I have watched men berate and belittle women at events, during and after public hours, claiming it was their "persona" and "part of the experience."  Now, if the women in question are fine with this kind of banter and play-acting, fine.  But BOTH PARTIES need to be in agreement that this is make-believe, and the women need to be respected as members of their unit beyond their (self-chosen) role as whipping girl.  Clear "enough is enough" rules should be in effect, and anyone should feel free to walk away from the game at any time.  There are times when this has not been the case.  I've been openly brushed off or ignored in situations where a man had decided that, since we would not have had an open conversation in the 18th century, he wouldn't have one with me.  (Never mind the fact that the reason for my approaching one such man involved official event business with which I had been tasked...)

Ultimately, there are certain men who do assert this version of "historical accuracy" whether others around them are interested in playing that version of accuracy out.  The version itself is honestly debatable given the many instructions on "courtesy" that include gentility toward women, but that's a different topic altogether and likely far more complicated than "this is right in all circumstances."  Individuals perpetuating this kind of behavior could be progressives researching and documenting their actions, or they could be repeating straight reenactorisms.

Even if we can prove beyond a doubt that men would have verbally abused women publicly at a given place and time, there are some things that we should consider carefully if we want to incorporate or not.  It may be "all pretend" but it's very easy for "pretend" words to start to carry a sharp edge.  It can begin to sow actual hierarchy and disrespect within a group if those participating are not very careful.  Again, it must be agreed upon by both parties, not imposed on anyone, and must have an "off switch." As a corollary, we know that corporal punishment for children was far more prevalent in the 18th century than today; we don't need to demand that parents adopt these modes of discipline with their children while at reenactment events.  Neither do we need to promote verbal abuse.  There are plenty of ways to display the social norms of the time that don't include that particular facet.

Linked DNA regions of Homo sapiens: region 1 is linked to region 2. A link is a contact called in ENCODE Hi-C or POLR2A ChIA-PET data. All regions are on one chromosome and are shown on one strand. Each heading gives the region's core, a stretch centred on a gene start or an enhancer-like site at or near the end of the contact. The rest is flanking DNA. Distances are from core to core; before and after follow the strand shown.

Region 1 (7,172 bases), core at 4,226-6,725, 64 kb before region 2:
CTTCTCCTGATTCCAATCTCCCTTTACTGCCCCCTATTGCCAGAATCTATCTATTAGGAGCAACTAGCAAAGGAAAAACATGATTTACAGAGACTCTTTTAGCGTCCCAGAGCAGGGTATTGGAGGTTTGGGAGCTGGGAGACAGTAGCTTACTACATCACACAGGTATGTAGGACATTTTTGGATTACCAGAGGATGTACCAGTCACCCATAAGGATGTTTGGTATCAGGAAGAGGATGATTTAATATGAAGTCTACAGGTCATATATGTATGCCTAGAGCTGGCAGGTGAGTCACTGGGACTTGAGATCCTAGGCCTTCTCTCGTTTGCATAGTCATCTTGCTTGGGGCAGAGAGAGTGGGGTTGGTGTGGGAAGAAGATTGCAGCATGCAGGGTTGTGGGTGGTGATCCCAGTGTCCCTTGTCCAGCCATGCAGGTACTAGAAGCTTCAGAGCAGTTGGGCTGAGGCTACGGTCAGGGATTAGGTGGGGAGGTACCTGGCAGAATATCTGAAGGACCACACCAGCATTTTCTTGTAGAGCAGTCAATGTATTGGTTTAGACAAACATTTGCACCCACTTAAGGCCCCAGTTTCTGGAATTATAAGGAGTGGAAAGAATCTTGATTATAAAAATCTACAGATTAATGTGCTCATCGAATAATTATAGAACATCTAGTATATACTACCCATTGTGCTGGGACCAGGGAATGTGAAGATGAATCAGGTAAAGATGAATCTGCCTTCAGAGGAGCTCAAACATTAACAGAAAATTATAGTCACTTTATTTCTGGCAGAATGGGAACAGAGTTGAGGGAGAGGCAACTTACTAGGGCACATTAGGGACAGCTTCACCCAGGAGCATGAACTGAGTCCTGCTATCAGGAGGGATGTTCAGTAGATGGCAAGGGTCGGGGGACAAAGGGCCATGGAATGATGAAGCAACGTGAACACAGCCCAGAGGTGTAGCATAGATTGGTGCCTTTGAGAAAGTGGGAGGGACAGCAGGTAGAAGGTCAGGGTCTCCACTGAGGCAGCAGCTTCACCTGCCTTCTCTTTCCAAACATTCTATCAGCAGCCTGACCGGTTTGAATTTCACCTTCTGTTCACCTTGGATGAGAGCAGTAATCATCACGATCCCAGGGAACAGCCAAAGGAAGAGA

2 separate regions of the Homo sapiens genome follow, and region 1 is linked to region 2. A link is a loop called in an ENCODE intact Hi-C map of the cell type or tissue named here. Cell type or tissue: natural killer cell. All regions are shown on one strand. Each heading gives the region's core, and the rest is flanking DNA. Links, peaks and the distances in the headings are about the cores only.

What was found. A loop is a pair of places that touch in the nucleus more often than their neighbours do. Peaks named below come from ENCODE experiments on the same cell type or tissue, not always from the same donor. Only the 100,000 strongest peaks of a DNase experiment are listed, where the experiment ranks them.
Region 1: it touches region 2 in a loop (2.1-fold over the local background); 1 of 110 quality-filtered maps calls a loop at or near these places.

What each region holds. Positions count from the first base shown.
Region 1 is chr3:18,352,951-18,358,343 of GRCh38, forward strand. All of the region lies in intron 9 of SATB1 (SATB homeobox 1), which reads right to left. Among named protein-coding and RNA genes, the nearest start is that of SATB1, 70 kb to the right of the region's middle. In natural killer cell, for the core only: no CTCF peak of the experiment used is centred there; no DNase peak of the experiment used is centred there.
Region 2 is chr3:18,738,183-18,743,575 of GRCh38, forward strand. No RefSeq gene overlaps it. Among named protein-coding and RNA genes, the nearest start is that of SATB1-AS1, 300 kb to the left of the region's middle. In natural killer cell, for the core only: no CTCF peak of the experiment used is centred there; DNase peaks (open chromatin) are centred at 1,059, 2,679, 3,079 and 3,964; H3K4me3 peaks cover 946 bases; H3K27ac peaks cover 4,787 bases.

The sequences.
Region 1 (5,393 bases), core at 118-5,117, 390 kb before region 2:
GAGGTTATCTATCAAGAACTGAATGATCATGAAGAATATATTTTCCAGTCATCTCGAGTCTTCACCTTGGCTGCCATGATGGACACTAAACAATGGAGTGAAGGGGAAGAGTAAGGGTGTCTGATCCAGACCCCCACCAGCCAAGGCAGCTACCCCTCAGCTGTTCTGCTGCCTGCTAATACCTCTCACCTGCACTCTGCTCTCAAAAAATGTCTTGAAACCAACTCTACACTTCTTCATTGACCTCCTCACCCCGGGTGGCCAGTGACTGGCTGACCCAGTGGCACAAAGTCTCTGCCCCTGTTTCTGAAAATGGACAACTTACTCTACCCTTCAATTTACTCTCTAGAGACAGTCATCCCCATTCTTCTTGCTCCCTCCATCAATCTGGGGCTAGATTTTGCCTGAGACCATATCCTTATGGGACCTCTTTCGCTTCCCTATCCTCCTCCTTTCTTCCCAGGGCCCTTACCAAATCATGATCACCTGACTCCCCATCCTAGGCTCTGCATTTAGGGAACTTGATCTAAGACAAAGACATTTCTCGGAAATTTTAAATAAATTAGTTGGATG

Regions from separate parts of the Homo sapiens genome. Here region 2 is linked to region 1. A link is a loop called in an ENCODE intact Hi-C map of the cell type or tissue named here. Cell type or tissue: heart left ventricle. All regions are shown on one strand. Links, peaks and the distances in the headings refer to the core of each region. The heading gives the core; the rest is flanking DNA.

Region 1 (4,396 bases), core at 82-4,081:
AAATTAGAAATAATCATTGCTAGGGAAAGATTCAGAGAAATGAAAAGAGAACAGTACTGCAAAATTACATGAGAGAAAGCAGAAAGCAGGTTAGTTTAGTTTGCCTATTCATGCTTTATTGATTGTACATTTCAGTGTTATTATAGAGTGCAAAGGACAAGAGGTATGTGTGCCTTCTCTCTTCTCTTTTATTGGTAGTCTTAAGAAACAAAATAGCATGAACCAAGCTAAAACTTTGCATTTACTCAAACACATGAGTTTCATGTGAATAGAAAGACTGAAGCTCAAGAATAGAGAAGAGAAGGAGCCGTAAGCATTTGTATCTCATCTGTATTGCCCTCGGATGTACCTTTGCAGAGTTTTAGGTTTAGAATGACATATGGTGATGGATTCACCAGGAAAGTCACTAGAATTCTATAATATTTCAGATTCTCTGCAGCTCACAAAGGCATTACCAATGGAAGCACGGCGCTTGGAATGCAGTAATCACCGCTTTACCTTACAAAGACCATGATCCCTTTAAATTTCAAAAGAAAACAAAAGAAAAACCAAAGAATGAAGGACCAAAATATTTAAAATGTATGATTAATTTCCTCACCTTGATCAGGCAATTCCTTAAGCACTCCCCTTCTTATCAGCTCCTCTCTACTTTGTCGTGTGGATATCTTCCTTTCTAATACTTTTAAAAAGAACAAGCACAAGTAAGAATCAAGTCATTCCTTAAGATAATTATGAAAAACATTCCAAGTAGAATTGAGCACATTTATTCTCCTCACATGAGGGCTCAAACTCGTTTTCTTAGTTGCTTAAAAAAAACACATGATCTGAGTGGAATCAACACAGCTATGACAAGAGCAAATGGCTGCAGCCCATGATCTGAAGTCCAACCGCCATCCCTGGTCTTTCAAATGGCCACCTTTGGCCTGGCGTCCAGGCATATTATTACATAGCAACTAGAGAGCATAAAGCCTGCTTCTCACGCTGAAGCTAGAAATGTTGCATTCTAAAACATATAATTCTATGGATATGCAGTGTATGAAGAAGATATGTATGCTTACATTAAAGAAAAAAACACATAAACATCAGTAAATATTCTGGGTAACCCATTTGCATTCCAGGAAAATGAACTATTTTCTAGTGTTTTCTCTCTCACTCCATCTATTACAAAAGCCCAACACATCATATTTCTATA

Less justifiable and, frankly, creepy have been sexual advances wrapped in the guise of "historical" conversation and not ended when the women in question politely requested that it stop, again under the excuse of "behaving" like a historical alpha male who would have, presumably, kept pressing.  Not acceptable.  At all.  We are a community here in the reenacting world, even if we have our neighborhoods of progressive, mainstream, somewhere in the middle.  Everyone should feel safe in our community.  Unwanted advances and unasked for verbal abuse, whether historically documentable or not, are unacceptable.

In the end, I've experienced far more camaraderie than misogyny, and neither progressive nor mainstream wings of the hobby is entirely guilty or entirely absolved.  It is a spot that either side could take the opportunity to "clean house" over--when you see something happening, address the issue.  Don't let the jerks speak for the hobby as a whole.


Connie Keller said...

I've only done reenacting once, but I was treated with respect and, thankfully, had a positive experience.

Rowenna said...

I'm glad, Connie :) The vast majority of reenactors don't have this problem at all--just a select few. And like I said--no matter where you go or what hobby you choose, you eventually encounter jerks.

Cassidy said...

One interesting thing that's stood out to me is the way different people define a progressive (not in the reenacting sense) attitude towards women - some say, "I feel like this group supports me as a woman because it lets me galtroop," and others, "I feel like this group is less sexist because it allows me to portray a realistic woman of the time without being sidelined." The strange thing is that they're not at all mutually exclusive, yet they apparently are in practice. Strange.